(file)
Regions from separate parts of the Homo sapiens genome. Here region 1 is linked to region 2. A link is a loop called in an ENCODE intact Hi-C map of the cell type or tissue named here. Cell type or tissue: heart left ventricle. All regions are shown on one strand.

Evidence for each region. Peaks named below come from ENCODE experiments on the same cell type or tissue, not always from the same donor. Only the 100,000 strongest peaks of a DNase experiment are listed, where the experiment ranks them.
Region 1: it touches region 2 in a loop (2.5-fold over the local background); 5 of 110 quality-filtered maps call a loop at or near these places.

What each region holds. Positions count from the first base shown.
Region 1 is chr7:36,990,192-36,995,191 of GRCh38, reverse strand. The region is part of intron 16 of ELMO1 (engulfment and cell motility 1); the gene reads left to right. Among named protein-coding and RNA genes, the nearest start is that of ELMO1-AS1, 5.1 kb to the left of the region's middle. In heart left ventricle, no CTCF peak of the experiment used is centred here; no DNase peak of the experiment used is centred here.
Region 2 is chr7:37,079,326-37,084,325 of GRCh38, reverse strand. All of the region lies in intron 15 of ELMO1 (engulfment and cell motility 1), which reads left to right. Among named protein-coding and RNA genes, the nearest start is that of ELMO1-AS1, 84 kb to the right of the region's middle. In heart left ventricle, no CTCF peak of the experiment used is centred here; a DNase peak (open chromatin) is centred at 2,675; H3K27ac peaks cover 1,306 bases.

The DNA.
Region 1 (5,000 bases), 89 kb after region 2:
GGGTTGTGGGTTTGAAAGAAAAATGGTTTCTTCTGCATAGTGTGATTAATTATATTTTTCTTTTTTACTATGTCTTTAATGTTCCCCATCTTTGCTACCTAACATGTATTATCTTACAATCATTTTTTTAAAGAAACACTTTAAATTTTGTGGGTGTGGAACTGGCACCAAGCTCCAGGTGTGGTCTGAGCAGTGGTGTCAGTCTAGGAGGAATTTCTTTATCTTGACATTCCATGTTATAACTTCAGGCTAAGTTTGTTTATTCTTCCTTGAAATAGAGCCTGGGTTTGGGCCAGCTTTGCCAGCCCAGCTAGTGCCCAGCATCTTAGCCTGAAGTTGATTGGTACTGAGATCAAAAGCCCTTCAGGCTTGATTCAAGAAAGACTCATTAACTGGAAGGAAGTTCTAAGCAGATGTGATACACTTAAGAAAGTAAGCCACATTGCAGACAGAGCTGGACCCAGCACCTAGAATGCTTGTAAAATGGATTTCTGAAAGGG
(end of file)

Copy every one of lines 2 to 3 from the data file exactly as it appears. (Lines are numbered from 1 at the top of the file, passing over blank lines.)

Evidence for each region. Peaks named below come from ENCODE experiments on the same cell type or tissue, not always from the same donor. Only the 100,000 strongest peaks of a DNase experiment are listed, where the experiment ranks them.
Region 1: it touches region 2 in a loop (2.5-fold over the local background); 5 of 110 quality-filtered maps call a loop at or near these places.